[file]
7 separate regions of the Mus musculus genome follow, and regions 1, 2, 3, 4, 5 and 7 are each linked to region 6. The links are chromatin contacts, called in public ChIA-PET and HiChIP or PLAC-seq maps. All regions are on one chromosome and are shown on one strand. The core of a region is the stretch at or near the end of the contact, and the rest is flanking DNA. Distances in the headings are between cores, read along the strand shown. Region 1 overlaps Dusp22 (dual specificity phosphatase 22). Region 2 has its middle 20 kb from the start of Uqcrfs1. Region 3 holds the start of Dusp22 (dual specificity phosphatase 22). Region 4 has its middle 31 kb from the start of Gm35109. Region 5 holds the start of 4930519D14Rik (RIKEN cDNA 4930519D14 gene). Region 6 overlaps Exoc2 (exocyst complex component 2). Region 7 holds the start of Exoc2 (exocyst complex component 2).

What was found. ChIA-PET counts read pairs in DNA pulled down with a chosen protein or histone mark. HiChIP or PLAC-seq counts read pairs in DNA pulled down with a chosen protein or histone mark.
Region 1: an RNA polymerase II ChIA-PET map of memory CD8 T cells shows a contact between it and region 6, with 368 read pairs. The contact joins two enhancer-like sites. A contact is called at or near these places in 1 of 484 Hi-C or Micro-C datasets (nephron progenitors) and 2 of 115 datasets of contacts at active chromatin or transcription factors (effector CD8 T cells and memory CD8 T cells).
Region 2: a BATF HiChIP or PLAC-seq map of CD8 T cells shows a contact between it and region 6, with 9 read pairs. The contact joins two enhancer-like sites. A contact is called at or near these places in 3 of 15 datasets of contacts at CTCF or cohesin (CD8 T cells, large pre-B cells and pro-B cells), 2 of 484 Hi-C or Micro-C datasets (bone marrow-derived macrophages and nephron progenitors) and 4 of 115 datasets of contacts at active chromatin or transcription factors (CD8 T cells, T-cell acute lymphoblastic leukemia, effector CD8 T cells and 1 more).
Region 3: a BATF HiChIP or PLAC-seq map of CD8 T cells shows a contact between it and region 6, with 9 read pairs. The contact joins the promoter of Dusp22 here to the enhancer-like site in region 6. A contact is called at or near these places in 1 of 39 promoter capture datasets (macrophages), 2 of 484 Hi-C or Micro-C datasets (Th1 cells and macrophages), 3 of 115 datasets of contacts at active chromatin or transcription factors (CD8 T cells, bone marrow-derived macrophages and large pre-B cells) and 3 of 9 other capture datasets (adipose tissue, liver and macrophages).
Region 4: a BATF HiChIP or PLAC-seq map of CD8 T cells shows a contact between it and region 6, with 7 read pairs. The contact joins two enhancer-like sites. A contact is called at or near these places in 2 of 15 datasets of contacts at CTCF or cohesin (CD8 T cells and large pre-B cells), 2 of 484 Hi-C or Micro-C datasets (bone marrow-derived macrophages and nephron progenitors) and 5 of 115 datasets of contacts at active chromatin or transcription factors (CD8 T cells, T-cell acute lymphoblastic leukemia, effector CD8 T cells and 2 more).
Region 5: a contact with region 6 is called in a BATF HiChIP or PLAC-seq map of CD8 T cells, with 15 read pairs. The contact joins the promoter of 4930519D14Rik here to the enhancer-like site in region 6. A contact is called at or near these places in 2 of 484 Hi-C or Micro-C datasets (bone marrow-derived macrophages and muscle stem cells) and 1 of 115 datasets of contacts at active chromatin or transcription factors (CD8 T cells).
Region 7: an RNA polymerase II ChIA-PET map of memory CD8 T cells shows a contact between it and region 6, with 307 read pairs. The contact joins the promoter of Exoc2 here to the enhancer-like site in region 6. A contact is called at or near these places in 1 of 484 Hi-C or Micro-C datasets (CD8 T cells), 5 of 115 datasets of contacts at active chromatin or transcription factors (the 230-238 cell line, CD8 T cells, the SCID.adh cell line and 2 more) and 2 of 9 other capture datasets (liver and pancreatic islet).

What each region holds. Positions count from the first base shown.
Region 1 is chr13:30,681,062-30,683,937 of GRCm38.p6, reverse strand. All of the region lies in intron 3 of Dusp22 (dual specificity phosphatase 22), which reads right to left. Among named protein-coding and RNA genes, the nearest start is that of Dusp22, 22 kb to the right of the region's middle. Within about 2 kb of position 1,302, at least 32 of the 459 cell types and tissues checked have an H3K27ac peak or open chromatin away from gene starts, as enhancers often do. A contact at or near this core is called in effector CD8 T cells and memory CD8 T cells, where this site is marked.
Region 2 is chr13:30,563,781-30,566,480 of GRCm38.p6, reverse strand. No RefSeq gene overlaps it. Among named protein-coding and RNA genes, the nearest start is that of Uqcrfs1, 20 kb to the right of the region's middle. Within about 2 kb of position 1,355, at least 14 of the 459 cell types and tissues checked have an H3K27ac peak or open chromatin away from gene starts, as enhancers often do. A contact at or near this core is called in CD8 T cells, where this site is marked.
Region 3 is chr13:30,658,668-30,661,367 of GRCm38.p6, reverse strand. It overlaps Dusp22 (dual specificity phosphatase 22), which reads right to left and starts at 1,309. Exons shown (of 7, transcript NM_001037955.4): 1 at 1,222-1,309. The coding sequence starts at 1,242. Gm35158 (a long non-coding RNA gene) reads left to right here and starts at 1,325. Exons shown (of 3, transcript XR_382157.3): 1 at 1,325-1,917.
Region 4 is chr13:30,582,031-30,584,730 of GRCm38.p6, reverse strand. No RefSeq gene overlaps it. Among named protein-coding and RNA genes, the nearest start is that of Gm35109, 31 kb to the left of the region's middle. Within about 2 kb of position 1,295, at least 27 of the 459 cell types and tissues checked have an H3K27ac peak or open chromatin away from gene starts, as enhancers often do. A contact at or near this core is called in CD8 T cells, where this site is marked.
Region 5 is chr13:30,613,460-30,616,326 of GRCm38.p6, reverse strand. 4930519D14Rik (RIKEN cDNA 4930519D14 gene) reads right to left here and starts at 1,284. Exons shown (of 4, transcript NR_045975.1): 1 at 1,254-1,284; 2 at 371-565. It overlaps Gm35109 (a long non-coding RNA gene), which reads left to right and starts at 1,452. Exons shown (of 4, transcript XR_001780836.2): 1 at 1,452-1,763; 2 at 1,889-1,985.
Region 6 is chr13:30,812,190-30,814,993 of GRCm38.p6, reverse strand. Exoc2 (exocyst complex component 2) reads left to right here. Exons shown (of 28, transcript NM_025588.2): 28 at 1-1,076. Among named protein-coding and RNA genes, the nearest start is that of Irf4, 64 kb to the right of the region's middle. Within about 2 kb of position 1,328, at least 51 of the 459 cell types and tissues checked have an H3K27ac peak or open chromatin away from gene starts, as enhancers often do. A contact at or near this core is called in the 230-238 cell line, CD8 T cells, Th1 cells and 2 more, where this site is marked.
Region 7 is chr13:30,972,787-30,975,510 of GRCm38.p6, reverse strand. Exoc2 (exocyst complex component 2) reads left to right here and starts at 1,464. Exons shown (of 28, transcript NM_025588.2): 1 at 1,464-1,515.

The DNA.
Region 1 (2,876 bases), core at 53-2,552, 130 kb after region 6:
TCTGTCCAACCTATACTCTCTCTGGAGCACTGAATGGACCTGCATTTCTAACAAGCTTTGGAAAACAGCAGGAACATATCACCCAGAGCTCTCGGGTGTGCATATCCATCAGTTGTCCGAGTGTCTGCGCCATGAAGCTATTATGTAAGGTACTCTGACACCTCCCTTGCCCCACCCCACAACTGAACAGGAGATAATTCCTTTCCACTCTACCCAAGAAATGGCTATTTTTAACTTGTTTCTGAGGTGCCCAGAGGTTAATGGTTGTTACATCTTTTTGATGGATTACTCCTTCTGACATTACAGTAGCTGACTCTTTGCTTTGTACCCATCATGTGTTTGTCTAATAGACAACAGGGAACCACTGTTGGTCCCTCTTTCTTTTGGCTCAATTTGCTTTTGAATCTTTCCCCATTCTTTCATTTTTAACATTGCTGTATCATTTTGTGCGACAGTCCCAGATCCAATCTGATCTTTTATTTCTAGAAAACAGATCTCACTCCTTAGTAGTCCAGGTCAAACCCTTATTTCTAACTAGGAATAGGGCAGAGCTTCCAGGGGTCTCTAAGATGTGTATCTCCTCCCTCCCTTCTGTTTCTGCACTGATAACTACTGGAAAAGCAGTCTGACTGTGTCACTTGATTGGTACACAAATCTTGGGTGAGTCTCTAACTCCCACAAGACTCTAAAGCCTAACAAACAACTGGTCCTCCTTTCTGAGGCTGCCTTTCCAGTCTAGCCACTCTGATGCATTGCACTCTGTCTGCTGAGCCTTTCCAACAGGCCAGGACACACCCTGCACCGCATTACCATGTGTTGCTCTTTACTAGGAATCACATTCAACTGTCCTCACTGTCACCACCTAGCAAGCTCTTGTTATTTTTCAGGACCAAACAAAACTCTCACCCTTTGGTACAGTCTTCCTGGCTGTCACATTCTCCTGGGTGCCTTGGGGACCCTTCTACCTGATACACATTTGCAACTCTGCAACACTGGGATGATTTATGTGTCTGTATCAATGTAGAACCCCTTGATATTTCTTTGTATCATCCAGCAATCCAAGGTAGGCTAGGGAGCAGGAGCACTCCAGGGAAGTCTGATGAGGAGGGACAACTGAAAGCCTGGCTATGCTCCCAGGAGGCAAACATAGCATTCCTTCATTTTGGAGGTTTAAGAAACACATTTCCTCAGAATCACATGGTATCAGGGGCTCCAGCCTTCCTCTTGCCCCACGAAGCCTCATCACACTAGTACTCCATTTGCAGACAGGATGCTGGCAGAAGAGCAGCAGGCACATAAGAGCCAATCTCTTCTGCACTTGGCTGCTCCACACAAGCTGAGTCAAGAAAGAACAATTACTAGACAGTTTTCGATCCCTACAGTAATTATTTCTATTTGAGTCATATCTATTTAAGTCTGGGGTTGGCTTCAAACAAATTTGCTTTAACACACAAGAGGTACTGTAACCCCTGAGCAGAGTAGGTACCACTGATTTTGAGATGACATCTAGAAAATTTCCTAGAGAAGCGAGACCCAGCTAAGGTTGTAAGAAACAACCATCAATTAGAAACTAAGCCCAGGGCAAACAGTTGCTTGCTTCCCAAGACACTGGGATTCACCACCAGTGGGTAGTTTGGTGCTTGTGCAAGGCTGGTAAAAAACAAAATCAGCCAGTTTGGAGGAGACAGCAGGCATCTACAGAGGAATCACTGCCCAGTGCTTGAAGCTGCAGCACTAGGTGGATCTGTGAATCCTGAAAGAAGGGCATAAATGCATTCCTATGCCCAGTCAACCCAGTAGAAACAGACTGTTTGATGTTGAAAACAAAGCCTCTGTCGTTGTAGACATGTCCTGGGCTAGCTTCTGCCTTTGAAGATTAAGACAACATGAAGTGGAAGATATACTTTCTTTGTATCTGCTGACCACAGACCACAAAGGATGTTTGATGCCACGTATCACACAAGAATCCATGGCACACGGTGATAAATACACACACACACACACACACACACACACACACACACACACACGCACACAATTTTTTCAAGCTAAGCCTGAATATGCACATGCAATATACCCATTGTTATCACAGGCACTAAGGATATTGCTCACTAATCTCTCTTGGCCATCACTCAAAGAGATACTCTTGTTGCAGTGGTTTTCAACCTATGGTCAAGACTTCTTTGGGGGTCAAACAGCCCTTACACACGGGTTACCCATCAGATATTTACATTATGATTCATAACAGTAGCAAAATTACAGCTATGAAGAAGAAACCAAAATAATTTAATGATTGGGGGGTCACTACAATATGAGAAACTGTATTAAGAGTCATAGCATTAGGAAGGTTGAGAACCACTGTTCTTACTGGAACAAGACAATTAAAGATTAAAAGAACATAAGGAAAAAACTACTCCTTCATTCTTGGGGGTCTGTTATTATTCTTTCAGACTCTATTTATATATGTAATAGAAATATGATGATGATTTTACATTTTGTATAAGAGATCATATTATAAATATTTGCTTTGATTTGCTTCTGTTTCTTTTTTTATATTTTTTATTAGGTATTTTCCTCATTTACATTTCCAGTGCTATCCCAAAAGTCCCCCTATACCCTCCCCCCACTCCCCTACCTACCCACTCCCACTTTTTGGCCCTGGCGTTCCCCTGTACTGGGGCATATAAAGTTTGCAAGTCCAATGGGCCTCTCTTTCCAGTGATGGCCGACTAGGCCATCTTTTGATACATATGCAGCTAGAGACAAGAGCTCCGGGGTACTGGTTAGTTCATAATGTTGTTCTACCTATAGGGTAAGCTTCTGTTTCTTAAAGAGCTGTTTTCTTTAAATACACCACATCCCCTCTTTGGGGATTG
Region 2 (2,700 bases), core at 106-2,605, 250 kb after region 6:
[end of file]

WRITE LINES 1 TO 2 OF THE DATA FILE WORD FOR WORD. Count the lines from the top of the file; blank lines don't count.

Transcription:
7 separate regions of the Mus musculus genome follow, and regions 1, 2, 3, 4, 5 and 7 are each linked to region 6. The links are chromatin contacts, called in public ChIA-PET and HiChIP or PLAC-seq maps. All regions are on one chromosome and are shown on one strand. The core of a region is the stretch at or near the end of the contact, and the rest is flanking DNA. Distances in the headings are between cores, read along the strand shown. Region 1 overlaps Dusp22 (dual specificity phosphatase 22). Region 2 has its middle 20 kb from the start of Uqcrfs1. Region 3 holds the start of Dusp22 (dual specificity phosphatase 22). Region 4 has its middle 31 kb from the start of Gm35109. Region 5 holds the start of 4930519D14Rik (RIKEN cDNA 4930519D14 gene). Region 6 overlaps Exoc2 (exocyst complex component 2). Region 7 holds the start of Exoc2 (exocyst complex component 2).

What was found. ChIA-PET counts read pairs in DNA pulled down with a chosen protein or histone mark. HiChIP or PLAC-seq counts read pairs in DNA pulled down with a chosen protein or histone mark.